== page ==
The former House minority leader is set to join the state Court of Appeals. A Wake County state senator who considered a run for U.S. Congress also resigned from a seat he recently won.
Rep. Darren Jackson becomes the second Wake County Democrat to announce he’s leaving the General Assembly as the 2021 session is set to convene. Gov. Roy Cooper picked Jackson to fill the Court of Appeals seat left open by Republican Supreme Court Justice-elect Phil Berger Jr. State Sen. Sam Searcy said he was resigning to pursue other opportunities.
Berger defeated Democratic Appeals Court Judge Lucy Inman by 71,000 votes. Berger will become one of three Republicans on the seven-member court.
Jackson represented southern Wake County for six terms. The past two, he was the body’s minority leader. He frequently criticized Republican leaders and their agenda, and lashed out at leaders for scheduling a surprise vote Sept. 11, 2019, to override Cooper’s veto of the 2019 budget.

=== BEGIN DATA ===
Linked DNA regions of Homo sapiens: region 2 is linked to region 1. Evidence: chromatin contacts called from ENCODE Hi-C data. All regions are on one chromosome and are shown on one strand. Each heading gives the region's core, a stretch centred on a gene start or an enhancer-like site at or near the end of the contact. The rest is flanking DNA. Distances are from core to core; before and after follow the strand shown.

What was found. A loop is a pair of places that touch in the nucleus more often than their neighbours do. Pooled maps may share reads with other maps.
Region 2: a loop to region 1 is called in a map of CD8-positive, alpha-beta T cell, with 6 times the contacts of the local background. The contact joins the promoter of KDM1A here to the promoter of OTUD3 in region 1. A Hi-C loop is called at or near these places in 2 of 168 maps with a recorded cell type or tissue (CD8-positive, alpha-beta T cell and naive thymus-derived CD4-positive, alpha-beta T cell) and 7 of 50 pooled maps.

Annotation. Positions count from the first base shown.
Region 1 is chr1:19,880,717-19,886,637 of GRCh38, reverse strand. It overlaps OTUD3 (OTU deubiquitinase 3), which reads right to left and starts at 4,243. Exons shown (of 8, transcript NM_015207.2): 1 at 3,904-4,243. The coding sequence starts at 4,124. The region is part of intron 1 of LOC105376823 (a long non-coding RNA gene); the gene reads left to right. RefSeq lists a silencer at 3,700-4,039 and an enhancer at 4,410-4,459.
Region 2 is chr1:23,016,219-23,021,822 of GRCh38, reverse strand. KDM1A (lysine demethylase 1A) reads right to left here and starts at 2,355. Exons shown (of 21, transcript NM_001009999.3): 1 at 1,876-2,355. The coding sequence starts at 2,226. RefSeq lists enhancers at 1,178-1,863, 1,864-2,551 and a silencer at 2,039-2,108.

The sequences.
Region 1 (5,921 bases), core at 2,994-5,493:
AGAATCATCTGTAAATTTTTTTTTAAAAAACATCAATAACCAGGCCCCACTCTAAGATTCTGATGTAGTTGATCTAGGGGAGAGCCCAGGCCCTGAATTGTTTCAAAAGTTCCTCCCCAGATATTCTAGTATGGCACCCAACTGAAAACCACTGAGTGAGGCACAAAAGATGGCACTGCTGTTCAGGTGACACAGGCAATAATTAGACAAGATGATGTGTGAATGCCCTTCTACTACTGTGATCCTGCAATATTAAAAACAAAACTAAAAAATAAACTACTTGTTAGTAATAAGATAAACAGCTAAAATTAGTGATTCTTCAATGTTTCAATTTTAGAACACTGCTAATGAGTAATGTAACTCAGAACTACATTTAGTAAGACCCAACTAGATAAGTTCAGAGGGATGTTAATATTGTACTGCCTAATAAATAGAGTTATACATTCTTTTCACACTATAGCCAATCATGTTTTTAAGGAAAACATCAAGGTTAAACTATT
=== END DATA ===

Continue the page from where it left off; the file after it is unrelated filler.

Jackson said he was assured by the House Rules chairman no votes would be taken that morning. But House Speaker Tim Moore, R-Cleveland, said he made no assurances, and that only the speaker can decide to schedule votes.
Jackson also was a vocal opponent of Republican attempts to limit Cooper’s use of emergency powers during the COVID-19 pandemic.
House Democrats picked Rep. Robert Reives of Chatham County to lead their caucus in the upcoming session.
In a news release announcing Jackson’s appointment, Cooper said, “His decades of experience as a lawyer and elected public servant have prepared him for the bench, and I’m grateful for his willingness to continue serving our state with honor.”
Searcy, part-owner of a distillery, in November won his second term to the Senate. In 2017, he considered running for the 2nd U.S. Congressional District but chose to run for the General Assembly instead.
Searcy didn’t say what he planned to do. But he did endorse a possible successor: Outgoing state Rep. Sydney Batch, who lost a close race to Republican Erin Parè last month.
Cooper will appoint a replacement nominated by the Democratic committee in the 17th District. The News & Observer reports several others may vie for the seat, including Reps. Julie von Haefen and Gale Adcock, and Wake County Commissioners Matt Calabria and Susan Evans.